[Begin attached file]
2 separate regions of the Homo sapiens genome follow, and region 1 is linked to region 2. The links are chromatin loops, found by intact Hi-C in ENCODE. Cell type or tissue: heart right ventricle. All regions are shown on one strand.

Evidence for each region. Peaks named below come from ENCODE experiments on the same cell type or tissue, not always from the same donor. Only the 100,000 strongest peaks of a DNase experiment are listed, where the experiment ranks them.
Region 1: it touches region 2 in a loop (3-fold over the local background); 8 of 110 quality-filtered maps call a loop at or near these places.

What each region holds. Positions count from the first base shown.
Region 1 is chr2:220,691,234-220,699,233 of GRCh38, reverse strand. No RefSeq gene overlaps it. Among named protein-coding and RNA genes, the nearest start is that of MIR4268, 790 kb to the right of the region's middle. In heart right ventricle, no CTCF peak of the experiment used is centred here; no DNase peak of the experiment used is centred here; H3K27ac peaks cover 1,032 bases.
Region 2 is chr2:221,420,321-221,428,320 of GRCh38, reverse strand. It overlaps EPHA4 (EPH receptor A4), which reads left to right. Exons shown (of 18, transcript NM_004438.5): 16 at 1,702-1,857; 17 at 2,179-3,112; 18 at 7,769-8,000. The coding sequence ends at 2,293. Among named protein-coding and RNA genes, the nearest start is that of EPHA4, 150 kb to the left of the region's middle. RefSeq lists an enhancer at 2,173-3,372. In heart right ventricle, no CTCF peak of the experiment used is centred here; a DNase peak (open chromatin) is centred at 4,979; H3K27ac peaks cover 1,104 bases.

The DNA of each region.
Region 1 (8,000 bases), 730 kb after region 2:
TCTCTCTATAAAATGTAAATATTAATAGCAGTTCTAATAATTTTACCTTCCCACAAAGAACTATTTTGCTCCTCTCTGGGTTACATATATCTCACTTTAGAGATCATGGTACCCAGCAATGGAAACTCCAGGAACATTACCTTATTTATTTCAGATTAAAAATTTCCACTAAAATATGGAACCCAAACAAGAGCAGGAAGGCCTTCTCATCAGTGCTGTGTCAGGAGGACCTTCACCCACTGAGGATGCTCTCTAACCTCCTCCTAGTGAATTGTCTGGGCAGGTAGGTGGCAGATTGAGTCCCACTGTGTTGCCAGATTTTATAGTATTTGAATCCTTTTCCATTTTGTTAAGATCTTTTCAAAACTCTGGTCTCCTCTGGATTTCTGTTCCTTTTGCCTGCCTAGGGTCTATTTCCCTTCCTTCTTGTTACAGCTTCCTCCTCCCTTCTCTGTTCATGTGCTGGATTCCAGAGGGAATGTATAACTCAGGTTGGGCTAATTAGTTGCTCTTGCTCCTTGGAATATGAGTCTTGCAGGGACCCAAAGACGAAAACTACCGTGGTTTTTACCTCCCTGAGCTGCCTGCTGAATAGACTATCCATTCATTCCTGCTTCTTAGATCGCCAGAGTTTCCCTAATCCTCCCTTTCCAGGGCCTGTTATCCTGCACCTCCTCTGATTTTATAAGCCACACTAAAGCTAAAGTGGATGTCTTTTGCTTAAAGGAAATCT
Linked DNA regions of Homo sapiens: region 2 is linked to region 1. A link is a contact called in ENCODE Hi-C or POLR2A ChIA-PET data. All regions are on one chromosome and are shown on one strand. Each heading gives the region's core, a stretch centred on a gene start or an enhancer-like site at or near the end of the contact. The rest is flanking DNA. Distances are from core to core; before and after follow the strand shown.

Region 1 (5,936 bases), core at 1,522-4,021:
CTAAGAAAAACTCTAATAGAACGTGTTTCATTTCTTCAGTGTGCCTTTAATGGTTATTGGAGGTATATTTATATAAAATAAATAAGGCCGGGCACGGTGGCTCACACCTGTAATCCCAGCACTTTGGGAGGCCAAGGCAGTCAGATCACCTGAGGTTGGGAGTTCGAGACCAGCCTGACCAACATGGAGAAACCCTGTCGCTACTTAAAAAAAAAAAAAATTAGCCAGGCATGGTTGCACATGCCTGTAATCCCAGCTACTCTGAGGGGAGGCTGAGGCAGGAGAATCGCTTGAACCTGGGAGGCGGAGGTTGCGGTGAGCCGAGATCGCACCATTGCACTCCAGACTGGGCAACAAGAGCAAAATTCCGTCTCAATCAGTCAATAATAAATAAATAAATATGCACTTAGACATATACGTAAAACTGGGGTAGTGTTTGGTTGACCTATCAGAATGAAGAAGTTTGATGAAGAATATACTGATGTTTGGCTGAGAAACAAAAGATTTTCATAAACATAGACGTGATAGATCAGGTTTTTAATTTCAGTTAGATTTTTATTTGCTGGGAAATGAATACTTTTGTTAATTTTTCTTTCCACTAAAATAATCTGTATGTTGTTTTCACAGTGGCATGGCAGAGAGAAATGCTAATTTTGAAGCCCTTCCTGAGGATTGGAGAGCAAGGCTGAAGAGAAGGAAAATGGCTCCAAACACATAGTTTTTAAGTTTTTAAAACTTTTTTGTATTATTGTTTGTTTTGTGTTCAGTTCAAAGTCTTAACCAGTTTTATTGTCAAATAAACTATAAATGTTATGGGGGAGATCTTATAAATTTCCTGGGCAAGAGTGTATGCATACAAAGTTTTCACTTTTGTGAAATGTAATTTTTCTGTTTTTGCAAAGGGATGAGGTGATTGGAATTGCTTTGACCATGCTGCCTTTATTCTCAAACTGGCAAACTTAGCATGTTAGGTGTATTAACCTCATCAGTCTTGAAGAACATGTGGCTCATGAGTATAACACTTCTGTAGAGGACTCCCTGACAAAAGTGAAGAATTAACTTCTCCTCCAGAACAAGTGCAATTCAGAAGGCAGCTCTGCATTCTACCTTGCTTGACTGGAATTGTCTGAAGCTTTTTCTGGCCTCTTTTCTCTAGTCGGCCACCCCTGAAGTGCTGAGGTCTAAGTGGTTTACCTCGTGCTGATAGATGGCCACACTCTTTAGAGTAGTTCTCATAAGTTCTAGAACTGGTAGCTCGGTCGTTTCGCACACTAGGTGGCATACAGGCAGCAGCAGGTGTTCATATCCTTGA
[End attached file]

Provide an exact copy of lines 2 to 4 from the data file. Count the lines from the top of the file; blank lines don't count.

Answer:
Evidence for each region. Peaks named below come from ENCODE experiments on the same cell type or tissue, not always from the same donor. Only the 100,000 strongest peaks of a DNase experiment are listed, where the experiment ranks them.
Region 1: it touches region 2 in a loop (3-fold over the local background); 8 of 110 quality-filtered maps call a loop at or near these places.

What each region holds. Positions count from the first base shown.